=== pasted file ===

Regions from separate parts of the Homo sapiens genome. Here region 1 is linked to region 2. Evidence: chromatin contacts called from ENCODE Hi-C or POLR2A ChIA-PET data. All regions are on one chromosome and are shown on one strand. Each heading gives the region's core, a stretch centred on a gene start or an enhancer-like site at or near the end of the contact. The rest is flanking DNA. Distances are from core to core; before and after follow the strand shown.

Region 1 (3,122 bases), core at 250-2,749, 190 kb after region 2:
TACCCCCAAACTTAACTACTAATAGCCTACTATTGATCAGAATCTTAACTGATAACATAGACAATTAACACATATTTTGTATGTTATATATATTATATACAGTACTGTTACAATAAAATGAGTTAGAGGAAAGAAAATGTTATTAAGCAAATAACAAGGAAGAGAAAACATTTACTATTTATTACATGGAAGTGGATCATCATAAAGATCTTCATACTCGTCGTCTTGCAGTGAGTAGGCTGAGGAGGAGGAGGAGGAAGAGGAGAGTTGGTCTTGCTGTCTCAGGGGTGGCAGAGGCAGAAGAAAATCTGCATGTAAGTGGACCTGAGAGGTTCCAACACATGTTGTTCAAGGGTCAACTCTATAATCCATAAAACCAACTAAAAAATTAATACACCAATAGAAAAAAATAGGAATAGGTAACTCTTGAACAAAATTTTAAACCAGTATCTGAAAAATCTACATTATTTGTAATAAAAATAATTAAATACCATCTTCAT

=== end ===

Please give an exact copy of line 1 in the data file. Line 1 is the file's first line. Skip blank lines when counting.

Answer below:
Regions from separate parts of the Homo sapiens genome. Here region 1 is linked to region 2. Evidence: chromatin contacts called from ENCODE Hi-C or POLR2A ChIA-PET data. All regions are on one chromosome and are shown on one strand. Each heading gives the region's core, a stretch centred on a gene start or an enhancer-like site at or near the end of the contact. The rest is flanking DNA. Distances are from core to core; before and after follow the strand shown.